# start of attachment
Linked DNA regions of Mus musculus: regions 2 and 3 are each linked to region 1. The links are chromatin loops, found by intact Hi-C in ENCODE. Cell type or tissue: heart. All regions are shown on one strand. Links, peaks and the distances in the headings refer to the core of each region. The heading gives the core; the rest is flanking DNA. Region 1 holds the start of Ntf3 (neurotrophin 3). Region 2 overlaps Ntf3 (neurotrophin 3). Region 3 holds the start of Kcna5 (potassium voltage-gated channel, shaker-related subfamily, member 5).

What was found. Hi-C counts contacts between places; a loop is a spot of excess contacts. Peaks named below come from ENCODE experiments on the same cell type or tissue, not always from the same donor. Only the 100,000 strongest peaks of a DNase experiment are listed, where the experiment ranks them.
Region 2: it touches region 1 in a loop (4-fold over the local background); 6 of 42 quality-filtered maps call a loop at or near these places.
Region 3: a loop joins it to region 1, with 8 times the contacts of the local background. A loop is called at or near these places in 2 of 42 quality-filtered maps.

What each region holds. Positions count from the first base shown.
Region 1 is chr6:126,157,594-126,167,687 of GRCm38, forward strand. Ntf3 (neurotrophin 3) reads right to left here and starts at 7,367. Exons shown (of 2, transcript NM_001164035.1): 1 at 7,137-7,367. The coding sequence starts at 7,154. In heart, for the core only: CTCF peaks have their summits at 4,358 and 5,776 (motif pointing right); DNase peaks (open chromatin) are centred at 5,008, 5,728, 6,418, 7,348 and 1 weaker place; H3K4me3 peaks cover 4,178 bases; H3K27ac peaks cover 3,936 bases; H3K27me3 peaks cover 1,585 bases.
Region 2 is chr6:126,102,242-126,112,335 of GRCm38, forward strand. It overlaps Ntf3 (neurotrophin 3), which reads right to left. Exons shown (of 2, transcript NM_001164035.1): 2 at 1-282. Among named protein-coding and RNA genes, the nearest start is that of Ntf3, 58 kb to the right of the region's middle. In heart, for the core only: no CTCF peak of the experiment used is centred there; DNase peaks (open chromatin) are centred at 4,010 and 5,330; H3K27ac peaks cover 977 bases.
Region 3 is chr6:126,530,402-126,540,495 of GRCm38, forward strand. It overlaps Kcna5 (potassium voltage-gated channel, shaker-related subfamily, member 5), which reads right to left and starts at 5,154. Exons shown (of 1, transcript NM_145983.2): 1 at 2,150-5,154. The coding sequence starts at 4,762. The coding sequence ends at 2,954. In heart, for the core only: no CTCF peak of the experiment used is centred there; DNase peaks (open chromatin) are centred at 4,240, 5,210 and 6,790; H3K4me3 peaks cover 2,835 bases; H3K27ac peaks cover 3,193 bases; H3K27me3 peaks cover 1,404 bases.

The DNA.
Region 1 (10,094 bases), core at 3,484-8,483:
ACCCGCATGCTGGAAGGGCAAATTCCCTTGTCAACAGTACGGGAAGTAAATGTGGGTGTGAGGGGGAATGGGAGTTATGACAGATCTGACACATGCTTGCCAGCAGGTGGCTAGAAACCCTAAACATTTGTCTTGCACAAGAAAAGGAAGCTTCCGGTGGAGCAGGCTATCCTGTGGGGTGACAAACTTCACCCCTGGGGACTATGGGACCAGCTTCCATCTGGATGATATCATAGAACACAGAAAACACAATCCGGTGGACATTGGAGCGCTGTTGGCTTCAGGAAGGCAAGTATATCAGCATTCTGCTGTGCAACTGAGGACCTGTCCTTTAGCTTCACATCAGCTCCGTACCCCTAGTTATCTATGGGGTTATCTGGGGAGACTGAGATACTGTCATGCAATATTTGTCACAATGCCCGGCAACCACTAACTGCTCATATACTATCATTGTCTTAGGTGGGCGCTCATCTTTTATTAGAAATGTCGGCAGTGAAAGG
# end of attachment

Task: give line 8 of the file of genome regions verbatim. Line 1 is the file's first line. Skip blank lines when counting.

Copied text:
Region 3 is chr6:126,530,402-126,540,495 of GRCm38, forward strand. It overlaps Kcna5 (potassium voltage-gated channel, shaker-related subfamily, member 5), which reads right to left and starts at 5,154. Exons shown (of 1, transcript NM_145983.2): 1 at 2,150-5,154. The coding sequence starts at 4,762. The coding sequence ends at 2,954. In heart, for the core only: no CTCF peak of the experiment used is centred there; DNase peaks (open chromatin) are centred at 4,240, 5,210 and 6,790; H3K4me3 peaks cover 2,835 bases; H3K27ac peaks cover 3,193 bases; H3K27me3 peaks cover 1,404 bases.